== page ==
In this post we suggest some ways in which you can protect yourself and your assets against cyber attacks.
It’s not an exaggeration to state that we are in the midst of an epidemic of cyber crime. Even if you take the reported cases at face value it’s bad enough but there are reasons to suspect that the actual situation is much worse because so much is not reported. The police are under resourced, investigations are complex, and consequently the criminals feel empowered to continue and to step up their attacks.
So the onus is on us as individuals and business to strengthen our defences and to mitigate the risks by taking the essential precautions. Some of these tips may seem obvious and yet it’s amazing how many people fail to act on this type of advice.
1: Use strong and unique passwords.
Yes, I know, logging in (and clicking away the cookie notice) is a pain but it can be semi automated with a good password manager.
I’ve used Roboform for years. It includes a tool that will generate cryptic passwords containing a mix of numbers, symbols, and letters in upper and lower case. These are stored in an encrypted file which is synchronised across all my devices; PC, laptops, mobile phones.
You should use long, unique, and cryptic passwords of 12 characters or more for everything that requires you to log in – not just your pension account or favourite shopping site, but also the broadband router on your home network – everything.
If the log-in process includes the option to send a passcode to your mobile phone then enable it and use it.
2: Be aware of data breaches and react to them.
Even with a strong password your details may be compromised if a company fails to protect their network and thieves hack in and steal data. If you see any such reports in the press check to see if you have an account with the company and if you do, change your passwords immediately.
This won’t stop you details being sold on the Dark Web but it will prevent anyone from using your now compromised password. Meanwhile, remain vigilant for any calls, mails, or other signs that your identity is being used by a criminal.
3: Keep your software up to date.
Always keep your antivirus and other software up to date and complete the updates as soon as they are announced, including your mobile phone and tablet software. Developers release these updates for a variety of reasons; bug fixes, new features and so on, but often they are in response to freshly identified security weaknesses.
Also, clear the clutter from your computers by removing any unused software from your devices and you’ll not only lessen the risk but also free up space and perhaps make your other programs run more smoothly.
4: Nail down your social media settings.
Social media, by definition, involves sharing information about yourself so be careful what you do share and to whom you share it. Familiarise yourself with all your Facebook profile settings and ensure that you confine your sharing to those you intend. Be aware that even if your accounts are not breached, those of your friends may be compromised, and this gives the criminal access to more information about you.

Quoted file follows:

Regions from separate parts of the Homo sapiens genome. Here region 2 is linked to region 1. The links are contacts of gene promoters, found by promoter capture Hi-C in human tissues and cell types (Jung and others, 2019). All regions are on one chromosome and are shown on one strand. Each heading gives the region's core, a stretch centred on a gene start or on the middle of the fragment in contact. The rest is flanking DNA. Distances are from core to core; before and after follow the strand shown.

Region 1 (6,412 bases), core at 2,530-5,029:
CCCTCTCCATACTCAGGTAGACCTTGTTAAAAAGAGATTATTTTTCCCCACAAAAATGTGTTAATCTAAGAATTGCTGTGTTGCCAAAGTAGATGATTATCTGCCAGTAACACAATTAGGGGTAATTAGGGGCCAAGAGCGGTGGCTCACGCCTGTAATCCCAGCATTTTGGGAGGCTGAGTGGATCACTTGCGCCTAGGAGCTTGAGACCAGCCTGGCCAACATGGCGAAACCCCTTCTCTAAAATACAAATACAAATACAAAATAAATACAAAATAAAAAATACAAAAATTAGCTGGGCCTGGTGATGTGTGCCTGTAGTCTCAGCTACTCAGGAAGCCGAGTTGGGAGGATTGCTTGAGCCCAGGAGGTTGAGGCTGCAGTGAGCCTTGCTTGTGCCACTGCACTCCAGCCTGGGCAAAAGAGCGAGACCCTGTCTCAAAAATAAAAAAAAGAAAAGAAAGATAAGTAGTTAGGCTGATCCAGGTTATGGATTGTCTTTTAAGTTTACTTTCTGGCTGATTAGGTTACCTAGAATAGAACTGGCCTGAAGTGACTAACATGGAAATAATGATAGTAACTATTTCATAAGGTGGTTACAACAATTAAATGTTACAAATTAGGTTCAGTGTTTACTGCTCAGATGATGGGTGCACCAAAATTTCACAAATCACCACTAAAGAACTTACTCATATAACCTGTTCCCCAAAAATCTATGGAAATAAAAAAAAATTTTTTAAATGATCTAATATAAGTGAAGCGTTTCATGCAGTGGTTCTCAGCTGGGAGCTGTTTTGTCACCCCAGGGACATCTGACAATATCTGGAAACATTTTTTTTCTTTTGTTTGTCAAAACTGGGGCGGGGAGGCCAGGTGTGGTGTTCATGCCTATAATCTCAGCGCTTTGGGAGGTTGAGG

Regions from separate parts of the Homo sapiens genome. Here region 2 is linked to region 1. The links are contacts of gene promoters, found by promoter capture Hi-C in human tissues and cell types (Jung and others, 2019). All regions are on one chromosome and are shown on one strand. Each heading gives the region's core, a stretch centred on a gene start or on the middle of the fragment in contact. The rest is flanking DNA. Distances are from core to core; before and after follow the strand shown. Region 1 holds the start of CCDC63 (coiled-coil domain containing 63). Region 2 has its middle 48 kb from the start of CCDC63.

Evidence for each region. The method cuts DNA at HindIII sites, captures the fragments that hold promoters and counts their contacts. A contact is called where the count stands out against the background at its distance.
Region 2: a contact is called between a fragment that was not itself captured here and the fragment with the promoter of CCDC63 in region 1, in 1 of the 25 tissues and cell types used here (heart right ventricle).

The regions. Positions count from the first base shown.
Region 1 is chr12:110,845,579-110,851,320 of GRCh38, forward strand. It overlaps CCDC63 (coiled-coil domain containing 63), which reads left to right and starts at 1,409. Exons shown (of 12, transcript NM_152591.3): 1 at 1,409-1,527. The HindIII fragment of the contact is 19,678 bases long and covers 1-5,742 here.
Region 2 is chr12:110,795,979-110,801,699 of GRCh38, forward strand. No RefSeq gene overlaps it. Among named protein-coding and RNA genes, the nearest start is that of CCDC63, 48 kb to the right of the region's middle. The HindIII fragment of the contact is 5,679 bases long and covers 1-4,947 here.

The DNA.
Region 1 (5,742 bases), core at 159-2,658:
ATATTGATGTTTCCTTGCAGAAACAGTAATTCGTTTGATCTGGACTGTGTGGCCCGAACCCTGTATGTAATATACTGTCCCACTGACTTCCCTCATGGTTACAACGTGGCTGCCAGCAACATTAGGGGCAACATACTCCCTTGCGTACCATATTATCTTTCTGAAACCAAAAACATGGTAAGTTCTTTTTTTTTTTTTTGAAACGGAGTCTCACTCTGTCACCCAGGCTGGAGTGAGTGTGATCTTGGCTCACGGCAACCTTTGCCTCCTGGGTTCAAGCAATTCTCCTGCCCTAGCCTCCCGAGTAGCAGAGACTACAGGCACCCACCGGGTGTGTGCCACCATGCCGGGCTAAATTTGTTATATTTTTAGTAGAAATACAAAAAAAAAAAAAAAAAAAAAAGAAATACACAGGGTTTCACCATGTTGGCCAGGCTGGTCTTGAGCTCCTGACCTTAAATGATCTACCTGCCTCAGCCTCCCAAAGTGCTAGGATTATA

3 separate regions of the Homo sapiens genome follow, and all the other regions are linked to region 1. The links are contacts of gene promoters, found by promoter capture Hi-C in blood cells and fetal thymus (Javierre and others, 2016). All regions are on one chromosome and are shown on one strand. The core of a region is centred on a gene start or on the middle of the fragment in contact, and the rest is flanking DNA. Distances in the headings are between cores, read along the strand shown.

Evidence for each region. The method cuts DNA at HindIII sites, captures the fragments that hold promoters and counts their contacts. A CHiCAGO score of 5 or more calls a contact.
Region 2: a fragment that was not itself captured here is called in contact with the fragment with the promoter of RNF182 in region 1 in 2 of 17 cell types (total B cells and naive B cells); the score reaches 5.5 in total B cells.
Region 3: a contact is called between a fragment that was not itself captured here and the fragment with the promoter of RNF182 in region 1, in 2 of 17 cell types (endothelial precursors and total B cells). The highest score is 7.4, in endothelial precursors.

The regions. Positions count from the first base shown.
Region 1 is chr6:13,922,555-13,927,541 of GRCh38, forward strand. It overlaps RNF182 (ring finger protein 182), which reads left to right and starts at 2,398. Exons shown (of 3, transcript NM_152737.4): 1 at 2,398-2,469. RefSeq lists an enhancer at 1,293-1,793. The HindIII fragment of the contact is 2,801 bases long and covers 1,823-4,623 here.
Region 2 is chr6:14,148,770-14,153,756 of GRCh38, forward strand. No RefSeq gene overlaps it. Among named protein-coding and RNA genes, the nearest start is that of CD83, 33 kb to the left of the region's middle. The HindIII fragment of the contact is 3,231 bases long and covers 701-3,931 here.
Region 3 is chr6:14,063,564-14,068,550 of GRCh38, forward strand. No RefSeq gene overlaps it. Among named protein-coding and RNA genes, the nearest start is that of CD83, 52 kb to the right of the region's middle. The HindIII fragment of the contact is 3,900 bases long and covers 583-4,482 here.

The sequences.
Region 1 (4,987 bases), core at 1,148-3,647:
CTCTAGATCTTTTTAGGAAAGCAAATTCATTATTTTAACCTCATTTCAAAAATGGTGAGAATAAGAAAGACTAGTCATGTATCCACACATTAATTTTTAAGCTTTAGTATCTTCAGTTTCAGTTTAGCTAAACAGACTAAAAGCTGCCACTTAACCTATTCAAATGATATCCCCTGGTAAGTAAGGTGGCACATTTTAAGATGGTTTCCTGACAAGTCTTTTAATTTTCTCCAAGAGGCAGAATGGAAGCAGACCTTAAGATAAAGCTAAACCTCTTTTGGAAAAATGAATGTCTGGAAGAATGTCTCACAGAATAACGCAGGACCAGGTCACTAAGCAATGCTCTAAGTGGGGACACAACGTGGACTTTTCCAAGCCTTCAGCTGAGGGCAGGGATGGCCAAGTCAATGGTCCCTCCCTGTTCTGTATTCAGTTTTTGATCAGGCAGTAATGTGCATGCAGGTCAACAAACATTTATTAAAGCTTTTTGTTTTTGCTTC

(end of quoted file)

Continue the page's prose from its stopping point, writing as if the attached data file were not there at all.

For example, it might be wise to share your holiday snaps when you get home, rather than advertise the fact that your house is empty while you’re away.
5: Read your statements and sign up for alerts.
Banks and credit card companies are aware of the threat so pay attention to their warnings. If they provide the facility to notify you of changes to your account then accept the notifications and read them.
Check your bank statements and credit rating for unusual activity. If you see something suspicious then contact the relevant company or bank and ask to speak to their fraud department.
6: Secure your network.
Change your broadband router’s admin password to something cryptic and store it in your password manager. Follow the instructions and ensure your WiFi network’s security settings are the strongest they can be.
For small businesses, it’s a good idea to change your WiFi password regularly in case the current one has become compromised.
7: Audit your devices and backup important data.
Take the time to audit your router and home or business network each month or so. Once you’ve done this a couple of times it’s quick and easy. Check which devices have attached to your network and remove or block anything you don’t recognise.
Backup essential data into an external hard drive or some other form of storage that you can access if the worst happens. Disaster recovery plans are not just for businesses. So much of our personal data at home is now stored in electronic files that it could prove very problematic if they were suddenly lost or stolen.
Follow these guidelines and you’ll lower the risk greatly, but the most useful thing you can do is to educate yourself, your family, and your staff. Vigilance and awareness of the changing nature of the threat will mitigate most risks.
If you are the victim of cyber crime of any kind then report it and seek help. There’s no shame attached and no need to suffer in silence. Contact the Police and other agencies for more details of the support that is available.